An Open Letter to Sky Ferreira

 Alberto E. Rodriguez/Getty Images for Sundance
Alberto E. Rodriguez/Getty Images for Sundance

Dear Sky Ferreira,

How’s it going? I hope you’re well—you seem busy. Remember when you performed “The Two Of Us” with the Jesus & Mary Chain on Colbert? That was wild, way cooler than anything anyone else has ever done.


Even as a big fan of stories that draw attention to unpopular ailments such as tinnitus, I’ve yet to see Baby Driver...but I liked your spooky-sexy take on “Easy!” And I’ve also never seen Twin Peaks but I heard you were great in it, too. I heard your performance at the Velvet Underground & Nico 50-year anniversary shows were killer, as well. Is there anything you can’t do?

I don’t mean to be a bother, and I know you’ve been ill, misdiagnosed for a long time and now in recovery—thank goodness, and please, get well soon—I can’t help but think that pop music (and beyond!) could really use you next year, if you’ve fully healed.


Remember winter 2016, nine months before Trump won the election and things seemed at least, for the moment, partially promising? Like, a woman-leader-of-the-free-world promising? You told Dazed your sophomore LP, Masochism, would arrive in the Summer, a promise that satiated your hungriest fans (and man, we were famished—Night Time, My Time, your debut album, was released in October 2013—three years between releases is a lifetime.) You’ve never abided by the standard regulations of an antiquated industry, and I love you more for it. If you play the game, you’re a part of it, you can’t really ever change it, you know?

Sky, you’re a unique talent, one truly uncompromising—and that’s a real-ass aspirational quality. I’m sure it also makes the pressures that come along with being a public person mostly unbearable. Strange to think it wasn’t so long ago that we were comfortable with our artists existing with some form of mystery, human rights-level privacy. Not the case any more, huh? Sorry about that.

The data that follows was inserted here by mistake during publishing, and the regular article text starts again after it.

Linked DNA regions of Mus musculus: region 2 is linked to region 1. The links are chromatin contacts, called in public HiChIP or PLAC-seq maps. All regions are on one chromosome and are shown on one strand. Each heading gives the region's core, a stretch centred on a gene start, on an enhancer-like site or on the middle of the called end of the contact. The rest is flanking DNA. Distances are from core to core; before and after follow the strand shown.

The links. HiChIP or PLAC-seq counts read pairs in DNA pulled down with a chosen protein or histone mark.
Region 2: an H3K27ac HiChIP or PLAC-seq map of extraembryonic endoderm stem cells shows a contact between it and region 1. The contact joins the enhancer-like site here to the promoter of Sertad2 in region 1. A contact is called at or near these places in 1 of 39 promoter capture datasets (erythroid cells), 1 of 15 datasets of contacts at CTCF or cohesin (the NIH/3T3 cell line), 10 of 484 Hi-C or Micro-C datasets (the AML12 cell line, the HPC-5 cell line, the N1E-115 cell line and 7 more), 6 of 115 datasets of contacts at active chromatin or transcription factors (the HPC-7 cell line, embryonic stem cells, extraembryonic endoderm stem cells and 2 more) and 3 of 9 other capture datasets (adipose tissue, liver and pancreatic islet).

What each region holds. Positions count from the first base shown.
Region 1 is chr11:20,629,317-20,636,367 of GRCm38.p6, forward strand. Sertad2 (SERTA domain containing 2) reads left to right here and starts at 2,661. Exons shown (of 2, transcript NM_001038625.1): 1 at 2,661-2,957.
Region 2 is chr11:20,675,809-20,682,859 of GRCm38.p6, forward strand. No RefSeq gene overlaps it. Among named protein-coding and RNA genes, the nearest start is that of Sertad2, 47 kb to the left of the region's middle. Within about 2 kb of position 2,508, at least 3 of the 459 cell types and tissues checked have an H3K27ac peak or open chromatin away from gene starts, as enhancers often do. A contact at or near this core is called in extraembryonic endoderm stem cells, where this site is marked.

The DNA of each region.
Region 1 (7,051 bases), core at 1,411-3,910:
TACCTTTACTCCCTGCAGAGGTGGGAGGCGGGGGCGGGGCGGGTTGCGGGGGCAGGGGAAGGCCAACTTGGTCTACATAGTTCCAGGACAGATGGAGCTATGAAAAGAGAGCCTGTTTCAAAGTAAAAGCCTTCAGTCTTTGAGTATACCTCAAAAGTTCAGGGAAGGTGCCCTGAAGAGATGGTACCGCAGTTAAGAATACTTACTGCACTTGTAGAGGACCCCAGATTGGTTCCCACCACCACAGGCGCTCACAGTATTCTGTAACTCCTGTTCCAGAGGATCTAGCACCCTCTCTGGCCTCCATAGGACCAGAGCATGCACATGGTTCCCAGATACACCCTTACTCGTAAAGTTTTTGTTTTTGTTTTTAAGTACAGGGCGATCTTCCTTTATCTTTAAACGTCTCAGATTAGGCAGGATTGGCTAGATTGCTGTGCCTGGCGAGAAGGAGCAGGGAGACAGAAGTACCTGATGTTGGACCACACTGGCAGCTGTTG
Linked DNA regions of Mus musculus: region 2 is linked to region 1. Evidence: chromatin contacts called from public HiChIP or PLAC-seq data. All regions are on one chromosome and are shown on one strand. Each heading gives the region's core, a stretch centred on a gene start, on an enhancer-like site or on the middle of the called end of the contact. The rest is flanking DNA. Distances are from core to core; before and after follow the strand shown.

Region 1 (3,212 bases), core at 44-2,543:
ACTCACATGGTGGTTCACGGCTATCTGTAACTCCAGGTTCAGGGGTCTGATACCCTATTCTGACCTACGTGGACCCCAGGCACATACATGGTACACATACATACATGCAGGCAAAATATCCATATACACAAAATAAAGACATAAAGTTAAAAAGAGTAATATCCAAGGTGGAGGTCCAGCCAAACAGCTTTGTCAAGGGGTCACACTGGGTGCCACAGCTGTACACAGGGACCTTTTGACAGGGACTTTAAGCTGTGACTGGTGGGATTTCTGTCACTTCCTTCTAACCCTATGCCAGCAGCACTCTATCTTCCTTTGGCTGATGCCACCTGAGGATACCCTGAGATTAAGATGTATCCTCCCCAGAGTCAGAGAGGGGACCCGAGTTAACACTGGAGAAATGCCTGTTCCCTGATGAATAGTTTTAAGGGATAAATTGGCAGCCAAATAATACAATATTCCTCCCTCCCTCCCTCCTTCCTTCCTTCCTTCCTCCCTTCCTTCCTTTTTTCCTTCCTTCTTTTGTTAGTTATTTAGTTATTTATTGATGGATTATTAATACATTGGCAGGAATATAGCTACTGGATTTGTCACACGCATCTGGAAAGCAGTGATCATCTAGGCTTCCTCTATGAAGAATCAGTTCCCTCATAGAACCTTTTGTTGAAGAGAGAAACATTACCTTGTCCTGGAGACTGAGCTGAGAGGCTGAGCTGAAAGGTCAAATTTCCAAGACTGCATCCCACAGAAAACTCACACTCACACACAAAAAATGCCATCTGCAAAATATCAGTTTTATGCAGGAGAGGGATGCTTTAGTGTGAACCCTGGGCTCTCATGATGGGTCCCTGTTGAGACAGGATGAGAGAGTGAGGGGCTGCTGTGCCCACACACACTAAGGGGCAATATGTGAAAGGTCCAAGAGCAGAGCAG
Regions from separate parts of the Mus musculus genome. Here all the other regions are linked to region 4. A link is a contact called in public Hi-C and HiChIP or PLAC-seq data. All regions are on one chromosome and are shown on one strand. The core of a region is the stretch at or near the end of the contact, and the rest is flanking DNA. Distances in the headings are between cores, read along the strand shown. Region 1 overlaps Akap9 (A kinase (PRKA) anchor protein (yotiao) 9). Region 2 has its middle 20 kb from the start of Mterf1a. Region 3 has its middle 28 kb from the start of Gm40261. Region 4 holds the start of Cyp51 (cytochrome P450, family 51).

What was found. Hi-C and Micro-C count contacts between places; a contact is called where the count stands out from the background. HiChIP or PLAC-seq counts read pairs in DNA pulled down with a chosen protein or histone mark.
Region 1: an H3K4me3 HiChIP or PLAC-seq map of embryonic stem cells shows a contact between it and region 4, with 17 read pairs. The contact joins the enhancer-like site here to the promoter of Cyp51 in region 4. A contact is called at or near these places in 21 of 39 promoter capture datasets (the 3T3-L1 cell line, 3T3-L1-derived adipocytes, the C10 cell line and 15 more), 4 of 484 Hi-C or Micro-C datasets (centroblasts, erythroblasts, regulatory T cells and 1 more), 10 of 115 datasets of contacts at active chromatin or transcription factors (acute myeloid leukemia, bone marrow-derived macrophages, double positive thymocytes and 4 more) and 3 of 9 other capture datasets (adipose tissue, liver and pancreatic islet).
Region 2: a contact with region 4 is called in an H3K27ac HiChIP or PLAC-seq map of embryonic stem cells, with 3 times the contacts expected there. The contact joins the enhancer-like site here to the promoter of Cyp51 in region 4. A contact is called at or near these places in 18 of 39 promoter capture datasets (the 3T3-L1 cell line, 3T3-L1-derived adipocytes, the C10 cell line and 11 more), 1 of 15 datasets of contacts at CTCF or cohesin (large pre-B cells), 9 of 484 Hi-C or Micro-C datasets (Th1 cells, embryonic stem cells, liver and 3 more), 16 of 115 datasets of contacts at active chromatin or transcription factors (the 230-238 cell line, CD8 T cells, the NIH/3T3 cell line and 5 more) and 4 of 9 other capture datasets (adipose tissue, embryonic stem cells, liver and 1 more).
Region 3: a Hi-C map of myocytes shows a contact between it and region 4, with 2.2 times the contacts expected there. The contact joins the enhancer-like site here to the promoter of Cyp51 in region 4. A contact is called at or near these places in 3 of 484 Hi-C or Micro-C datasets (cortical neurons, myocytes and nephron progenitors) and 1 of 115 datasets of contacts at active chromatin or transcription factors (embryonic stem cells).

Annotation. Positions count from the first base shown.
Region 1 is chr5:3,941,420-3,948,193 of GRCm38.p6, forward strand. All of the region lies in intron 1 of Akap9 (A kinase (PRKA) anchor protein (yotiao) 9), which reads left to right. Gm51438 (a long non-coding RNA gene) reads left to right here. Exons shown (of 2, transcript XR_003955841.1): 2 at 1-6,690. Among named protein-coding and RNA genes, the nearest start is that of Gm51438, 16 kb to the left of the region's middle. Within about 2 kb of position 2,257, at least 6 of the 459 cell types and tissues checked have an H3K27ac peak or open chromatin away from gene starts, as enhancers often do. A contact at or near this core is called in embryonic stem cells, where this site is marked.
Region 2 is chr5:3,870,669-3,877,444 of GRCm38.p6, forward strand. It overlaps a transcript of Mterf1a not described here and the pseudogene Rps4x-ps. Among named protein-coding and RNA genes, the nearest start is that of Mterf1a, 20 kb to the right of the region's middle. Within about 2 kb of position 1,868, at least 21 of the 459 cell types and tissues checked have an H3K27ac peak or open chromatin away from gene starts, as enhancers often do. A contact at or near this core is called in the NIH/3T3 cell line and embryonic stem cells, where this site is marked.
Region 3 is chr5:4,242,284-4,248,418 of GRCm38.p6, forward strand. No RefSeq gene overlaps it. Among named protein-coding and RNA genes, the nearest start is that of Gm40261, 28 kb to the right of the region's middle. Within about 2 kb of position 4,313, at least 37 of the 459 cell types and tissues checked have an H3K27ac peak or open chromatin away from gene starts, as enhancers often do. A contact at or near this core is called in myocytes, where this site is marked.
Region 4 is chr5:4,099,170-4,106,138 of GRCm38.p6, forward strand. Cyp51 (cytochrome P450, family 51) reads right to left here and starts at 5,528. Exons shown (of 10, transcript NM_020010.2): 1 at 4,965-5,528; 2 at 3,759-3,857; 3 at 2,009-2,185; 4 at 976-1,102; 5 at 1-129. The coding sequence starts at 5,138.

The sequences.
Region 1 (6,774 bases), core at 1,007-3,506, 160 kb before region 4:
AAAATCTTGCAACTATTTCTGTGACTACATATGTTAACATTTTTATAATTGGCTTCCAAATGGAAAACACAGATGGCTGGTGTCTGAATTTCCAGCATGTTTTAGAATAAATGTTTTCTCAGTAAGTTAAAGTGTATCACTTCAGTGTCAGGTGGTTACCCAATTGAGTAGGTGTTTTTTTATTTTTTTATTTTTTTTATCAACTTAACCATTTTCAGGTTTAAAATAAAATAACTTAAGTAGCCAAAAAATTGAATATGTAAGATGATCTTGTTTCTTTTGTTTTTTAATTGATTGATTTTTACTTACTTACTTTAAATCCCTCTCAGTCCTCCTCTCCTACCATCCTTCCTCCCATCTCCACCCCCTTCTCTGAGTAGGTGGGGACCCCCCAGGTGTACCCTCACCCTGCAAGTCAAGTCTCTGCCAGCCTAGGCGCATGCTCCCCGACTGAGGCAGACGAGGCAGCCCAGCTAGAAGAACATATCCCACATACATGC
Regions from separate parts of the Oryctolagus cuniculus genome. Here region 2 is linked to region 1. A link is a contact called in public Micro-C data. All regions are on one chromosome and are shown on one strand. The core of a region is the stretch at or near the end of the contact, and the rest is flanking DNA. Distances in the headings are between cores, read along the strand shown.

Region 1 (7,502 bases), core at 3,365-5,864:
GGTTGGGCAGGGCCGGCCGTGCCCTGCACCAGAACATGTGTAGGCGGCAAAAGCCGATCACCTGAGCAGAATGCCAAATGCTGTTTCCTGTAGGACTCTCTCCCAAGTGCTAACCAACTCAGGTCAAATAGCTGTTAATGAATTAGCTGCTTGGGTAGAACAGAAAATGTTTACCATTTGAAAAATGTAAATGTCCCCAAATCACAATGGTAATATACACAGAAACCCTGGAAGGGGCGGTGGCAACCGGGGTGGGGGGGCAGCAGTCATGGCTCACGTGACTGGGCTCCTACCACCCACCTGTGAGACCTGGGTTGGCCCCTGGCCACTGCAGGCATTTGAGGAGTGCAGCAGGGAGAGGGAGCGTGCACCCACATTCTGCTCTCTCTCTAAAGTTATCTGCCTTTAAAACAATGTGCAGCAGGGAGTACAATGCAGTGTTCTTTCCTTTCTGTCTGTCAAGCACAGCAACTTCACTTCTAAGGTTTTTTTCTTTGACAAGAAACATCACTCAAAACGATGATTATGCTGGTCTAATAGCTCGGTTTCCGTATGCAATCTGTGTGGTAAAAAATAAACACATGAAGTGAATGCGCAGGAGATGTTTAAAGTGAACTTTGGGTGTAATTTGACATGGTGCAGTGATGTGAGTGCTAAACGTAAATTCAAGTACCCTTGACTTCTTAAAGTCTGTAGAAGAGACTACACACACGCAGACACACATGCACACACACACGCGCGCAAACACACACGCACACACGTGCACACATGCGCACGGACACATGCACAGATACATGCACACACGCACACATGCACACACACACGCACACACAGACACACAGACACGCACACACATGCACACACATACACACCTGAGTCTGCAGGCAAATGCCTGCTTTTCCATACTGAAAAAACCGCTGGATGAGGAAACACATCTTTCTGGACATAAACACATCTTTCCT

I do have to say—Night Time, My Time is one of my favorite records of the last decade. Before it, “Everything Is Embarrassing” reshaped the world not only for its musicality, but its uncomfortable resonance—it’s too real, as they say. But “You’re Not The One,” is next-level gorgeous, an anthem of some penultimate stage in life and love so many of us find ourselves floundering in. The entire record, too, feels like expression of someone too self-aware for their own good, a folding of time where hindsight is not 20/20, but present, and that present exists in 4-dimensional platforms, felt and learned from the instant of recognition. In other words: Everything is exhausting.

Soon we will enter 2018. Trump is still president, net neutrality was murdered so who knows if this will even reach you (not the kind of privacy or mystery I was yapping about just a few paragraphs before, but you get it.)


So please, Sky Ferreira, when you’re healthy and ready, come back to us. We need your insight and your songs—in whatever form they take.



Senior Writer, Jezebel. My debut book, LARGER THAN LIFE: A History of Boy Bands, is out now.

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